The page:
How to Stay Healthy While You’re Stuck at Home Because of COVID-19
It feels like the coronavirus crisis went from zero to 60 in the time it takes to yell, “Wash your hands for TWENTY seconds!”
March Madness has been cancelled. Music festivals are nixed. Schools are closing left and right. Restaurants are shutting their doors. And, lord help us, there’s no toilet paper or hand sanitizer anywhere.
Despite the usual suspects calling COVID-19 a liberal hoax to hurt Trump (facepalm), coronavirus is serious. We need all hands on deck to get through this.
Here’s what we know:
Every state in the U.S. now has cases of coronavirus. New York, Washington, and California have the highest numbers of reported cases. The numbers change by the hour, but as of March 22 there were more than 32,000 cases across the country.
Older people and those with serious underlying health conditions, including heart disease, diabetes, lung disease, and conditions that compromise the immune system, are at higher risk of getting very sick. The risk is especially high for people age 80 and older.
Lack of testing means the number of coronavirus cases is likely much higher than reported.
It’s possible to spread coronavirus without having any symptoms, and many infected people will only develop very mild symptoms.
It’s unlikely a vaccine will be available for at least 18 months. We’re in it for the long haul at this point.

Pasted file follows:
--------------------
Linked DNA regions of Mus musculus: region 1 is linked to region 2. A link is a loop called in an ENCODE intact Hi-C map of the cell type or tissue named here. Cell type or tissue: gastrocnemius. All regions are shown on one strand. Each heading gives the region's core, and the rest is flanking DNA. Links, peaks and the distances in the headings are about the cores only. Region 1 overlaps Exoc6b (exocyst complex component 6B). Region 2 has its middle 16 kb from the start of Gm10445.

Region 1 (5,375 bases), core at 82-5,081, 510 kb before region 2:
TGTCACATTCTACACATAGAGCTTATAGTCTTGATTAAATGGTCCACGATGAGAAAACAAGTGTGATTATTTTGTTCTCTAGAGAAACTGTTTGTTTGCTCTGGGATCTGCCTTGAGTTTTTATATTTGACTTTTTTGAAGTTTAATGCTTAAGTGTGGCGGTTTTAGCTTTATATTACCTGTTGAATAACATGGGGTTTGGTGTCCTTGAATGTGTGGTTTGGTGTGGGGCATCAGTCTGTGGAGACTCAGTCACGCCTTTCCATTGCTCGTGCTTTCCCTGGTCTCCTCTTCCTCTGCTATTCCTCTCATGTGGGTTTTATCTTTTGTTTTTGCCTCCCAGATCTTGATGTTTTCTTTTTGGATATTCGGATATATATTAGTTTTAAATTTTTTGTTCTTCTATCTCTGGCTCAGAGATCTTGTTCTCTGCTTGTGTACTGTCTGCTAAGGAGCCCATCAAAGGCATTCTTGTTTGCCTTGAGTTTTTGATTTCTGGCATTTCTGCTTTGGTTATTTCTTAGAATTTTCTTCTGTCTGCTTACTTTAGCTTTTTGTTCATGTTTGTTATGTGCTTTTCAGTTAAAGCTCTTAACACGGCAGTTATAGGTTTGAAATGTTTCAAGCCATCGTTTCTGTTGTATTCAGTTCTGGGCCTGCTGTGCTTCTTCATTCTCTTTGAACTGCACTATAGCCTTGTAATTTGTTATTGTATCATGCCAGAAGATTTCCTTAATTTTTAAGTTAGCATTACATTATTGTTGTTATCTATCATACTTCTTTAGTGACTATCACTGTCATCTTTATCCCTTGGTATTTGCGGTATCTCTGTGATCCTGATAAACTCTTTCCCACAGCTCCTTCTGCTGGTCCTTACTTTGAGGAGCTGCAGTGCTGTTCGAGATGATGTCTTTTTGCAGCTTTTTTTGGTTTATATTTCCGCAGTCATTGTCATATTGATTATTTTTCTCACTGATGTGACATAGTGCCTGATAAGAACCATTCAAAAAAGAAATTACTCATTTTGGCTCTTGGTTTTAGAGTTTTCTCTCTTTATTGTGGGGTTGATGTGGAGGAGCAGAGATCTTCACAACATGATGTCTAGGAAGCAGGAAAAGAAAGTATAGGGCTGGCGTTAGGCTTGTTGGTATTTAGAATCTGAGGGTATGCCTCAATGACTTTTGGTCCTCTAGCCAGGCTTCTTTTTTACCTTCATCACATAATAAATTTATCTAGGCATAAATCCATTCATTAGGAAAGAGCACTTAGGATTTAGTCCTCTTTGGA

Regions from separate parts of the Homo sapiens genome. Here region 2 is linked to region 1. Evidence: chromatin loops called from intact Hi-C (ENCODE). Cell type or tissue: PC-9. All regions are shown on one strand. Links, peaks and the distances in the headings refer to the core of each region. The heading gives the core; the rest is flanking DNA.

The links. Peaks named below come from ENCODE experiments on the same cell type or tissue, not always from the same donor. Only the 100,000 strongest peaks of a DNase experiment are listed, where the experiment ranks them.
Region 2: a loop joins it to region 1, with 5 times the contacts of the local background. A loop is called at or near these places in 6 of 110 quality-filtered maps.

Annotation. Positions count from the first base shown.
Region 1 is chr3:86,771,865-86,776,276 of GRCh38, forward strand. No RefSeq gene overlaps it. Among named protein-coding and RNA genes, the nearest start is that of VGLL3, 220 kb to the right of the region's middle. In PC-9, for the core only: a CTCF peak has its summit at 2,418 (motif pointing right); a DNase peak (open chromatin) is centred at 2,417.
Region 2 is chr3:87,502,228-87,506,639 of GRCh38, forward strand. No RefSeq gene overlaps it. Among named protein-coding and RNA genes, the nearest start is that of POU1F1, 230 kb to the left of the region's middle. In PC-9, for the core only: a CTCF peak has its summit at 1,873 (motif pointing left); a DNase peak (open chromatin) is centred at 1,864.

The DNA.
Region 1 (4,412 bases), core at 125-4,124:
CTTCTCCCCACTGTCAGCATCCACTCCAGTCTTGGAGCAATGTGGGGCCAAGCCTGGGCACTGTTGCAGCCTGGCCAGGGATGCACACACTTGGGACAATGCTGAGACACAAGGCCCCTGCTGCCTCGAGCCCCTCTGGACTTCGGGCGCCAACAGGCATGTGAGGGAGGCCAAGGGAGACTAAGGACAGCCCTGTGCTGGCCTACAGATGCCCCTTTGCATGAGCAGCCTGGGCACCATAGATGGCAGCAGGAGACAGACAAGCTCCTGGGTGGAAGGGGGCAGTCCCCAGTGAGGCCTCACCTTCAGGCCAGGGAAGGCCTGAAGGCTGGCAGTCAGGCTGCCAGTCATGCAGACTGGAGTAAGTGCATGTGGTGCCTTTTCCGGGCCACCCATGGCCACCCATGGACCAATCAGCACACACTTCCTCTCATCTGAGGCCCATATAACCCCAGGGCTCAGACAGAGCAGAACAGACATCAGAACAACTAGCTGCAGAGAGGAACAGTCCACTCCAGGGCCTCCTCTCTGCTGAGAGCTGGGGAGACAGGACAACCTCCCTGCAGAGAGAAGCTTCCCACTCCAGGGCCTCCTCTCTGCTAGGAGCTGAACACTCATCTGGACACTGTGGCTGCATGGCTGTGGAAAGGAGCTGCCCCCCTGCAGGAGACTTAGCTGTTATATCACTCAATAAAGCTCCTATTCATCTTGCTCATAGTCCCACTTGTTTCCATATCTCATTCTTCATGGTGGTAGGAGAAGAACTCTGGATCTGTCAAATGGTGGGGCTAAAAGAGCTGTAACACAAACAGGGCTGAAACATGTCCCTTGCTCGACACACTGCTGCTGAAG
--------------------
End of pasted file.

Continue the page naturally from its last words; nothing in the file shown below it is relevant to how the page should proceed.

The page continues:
Trump has consistently lied, downplayed the situation, and straight-up gaslighted us about the risks and impacts of coronavirus. Let’s hope there are still some adults in the room who will do right by the American people.
Here’s what we need to do:
We all have a responsibility to do what we can to help manage this crisis. That includes:
Staying home or working from home, if possible.
Homeschooling kids (many K-12 schools districts, colleges, and universities have already suspended in-person classes).
Washing hands frequently (for at least 20 seconds—and get under those nails!) and avoiding touching your face, even while at home.
Stocking up on supplies—food, medications, sanitizers, and household goods.
Washing produce thoroughly. There’s no evidence that COVID-19 can live on produce, but there’s also none it can’t. And, a recent study found that COVID-19 can survive up to 24 hours on cardboard and up to 2-3 days on plastic and stainless steel, so take precautions.
Avoiding crowds and practicing social distancing; that means staying at least 6 feet away from others when possible (even at home), especially if you have a partner or roommate who continues to leave the house for work or other reasons.
Being prepared to be at home for two weeks or more.
Not having visitors at home.
Here’s how you can protect your physical and psychological health:
So, now you’re stuck at home trying to get some work done while kids are running circles (literally) around you. Here’s how you can stay healthy (and sane) in this challenging time.
Exercise is vital for physical and mental health, and it keeps your immune system strong. Dust off those old Tae Bo DVDs or, better yet, check out this full-body workout on YouTube that requires no equipment. It doesn’t matter what you do or how much, just get that body moving.
From anxiety about work and paying the bills to worries over whether you or your kids might have been exposed to COVID-19, these are trying times. Meditation can help you rebalance and reset. It’s proven to actually rewire the brain for the better.
Tuck into a good book
For months you’ve been meaning to read that copy of The Sun Does Shine by Anthony Ray